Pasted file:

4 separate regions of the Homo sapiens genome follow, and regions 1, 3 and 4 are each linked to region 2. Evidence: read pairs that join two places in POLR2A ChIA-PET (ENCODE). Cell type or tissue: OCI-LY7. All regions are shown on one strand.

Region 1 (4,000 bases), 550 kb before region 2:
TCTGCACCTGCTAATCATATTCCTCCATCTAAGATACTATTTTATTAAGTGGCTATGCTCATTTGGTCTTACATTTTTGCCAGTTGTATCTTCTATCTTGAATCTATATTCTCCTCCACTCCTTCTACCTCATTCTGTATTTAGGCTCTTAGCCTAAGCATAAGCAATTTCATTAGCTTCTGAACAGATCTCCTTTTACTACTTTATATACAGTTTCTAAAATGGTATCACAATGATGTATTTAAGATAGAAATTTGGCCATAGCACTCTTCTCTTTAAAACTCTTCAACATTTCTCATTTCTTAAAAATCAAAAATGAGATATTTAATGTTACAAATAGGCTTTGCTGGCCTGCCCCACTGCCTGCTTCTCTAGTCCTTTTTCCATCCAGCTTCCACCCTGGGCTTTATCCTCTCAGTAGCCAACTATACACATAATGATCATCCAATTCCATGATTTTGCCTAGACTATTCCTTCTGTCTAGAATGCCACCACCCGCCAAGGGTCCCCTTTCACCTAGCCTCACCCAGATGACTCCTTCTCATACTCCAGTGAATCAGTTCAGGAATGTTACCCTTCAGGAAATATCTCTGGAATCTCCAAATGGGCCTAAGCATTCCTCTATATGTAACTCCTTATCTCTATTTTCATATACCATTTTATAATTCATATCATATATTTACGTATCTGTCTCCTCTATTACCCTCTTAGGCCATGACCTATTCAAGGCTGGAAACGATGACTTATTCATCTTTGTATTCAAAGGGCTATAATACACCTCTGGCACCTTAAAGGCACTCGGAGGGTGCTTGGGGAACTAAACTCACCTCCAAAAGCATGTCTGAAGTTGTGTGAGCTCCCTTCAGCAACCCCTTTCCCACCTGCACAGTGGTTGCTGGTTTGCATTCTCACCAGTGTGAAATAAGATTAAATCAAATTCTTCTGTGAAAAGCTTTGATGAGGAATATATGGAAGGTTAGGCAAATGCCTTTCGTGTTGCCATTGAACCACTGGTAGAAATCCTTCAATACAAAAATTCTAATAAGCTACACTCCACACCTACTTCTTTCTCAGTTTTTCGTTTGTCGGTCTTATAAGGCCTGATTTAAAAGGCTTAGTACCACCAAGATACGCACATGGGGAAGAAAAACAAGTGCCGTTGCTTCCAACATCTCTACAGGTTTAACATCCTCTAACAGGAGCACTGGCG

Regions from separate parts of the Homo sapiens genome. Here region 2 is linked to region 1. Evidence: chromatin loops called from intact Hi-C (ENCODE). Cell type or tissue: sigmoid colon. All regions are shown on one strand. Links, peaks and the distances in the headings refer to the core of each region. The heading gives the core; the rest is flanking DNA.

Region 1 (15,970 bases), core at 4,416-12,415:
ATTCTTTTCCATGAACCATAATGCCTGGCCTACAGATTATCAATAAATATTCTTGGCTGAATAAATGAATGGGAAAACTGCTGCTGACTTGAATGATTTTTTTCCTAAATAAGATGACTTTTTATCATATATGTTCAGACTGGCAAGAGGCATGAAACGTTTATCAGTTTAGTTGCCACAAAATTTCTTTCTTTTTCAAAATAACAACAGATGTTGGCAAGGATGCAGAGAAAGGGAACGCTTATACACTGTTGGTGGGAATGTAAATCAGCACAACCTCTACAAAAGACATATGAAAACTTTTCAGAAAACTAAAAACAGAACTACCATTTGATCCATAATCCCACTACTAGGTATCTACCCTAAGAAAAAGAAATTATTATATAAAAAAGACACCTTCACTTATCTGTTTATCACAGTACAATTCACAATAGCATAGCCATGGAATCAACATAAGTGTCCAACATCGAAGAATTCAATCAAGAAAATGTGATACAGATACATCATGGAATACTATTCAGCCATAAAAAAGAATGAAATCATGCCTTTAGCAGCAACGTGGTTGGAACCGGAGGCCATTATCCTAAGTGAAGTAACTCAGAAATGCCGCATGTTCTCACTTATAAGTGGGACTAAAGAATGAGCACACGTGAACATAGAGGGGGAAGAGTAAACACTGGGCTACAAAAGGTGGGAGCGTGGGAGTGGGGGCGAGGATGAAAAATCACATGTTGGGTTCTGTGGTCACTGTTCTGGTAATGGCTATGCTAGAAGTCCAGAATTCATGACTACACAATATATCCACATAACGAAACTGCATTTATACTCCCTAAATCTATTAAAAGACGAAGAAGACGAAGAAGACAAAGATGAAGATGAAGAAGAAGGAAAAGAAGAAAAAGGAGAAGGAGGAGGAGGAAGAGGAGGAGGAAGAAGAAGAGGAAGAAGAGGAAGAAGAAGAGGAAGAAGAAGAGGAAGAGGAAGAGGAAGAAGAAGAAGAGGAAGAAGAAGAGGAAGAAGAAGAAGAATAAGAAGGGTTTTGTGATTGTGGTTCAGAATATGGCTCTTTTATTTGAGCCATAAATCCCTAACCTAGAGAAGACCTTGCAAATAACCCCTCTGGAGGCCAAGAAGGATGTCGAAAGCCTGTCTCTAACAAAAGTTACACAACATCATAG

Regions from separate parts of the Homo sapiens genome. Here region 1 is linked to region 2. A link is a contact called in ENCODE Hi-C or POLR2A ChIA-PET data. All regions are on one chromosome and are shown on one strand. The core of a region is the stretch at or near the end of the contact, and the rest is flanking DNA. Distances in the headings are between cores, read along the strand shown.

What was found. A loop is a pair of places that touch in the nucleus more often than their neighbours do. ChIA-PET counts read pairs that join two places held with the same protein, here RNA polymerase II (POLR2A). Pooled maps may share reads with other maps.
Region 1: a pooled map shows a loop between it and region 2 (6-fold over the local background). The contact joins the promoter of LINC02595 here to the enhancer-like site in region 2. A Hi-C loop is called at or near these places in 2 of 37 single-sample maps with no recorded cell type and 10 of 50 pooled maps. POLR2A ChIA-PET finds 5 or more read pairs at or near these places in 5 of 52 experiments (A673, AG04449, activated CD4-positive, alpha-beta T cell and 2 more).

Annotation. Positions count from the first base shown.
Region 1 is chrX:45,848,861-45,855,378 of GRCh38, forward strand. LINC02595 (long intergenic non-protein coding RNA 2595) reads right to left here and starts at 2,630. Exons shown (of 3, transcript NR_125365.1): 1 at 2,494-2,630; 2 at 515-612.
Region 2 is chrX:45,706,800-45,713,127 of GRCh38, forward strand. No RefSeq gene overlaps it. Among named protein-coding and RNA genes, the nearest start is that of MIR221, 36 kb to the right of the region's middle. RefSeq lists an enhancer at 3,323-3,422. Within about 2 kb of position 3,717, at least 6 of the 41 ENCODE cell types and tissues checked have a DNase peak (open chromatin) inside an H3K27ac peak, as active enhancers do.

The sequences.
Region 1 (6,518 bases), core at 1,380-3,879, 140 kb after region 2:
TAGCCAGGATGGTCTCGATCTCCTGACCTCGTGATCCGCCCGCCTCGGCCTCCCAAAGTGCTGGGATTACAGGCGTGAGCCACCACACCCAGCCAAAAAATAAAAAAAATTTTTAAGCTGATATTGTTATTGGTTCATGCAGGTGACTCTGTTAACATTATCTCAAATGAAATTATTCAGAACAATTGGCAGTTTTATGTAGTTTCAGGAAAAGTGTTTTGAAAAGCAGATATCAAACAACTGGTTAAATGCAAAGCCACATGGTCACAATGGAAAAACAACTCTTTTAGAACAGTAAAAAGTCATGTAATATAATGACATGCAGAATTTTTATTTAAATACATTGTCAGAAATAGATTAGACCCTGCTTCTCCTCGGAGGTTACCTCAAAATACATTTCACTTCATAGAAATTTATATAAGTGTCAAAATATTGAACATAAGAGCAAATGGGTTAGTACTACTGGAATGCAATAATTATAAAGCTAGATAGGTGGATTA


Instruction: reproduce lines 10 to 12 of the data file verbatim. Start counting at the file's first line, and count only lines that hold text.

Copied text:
Annotation. Positions count from the first base shown.
Region 1 is chrX:45,848,861-45,855,378 of GRCh38, forward strand. LINC02595 (long intergenic non-protein coding RNA 2595) reads right to left here and starts at 2,630. Exons shown (of 3, transcript NR_125365.1): 1 at 2,494-2,630; 2 at 515-612.
Region 2 is chrX:45,706,800-45,713,127 of GRCh38, forward strand. No RefSeq gene overlaps it. Among named protein-coding and RNA genes, the nearest start is that of MIR221, 36 kb to the right of the region's middle. RefSeq lists an enhancer at 3,323-3,422. Within about 2 kb of position 3,717, at least 6 of the 41 ENCODE cell types and tissues checked have a DNase peak (open chromatin) inside an H3K27ac peak, as active enhancers do.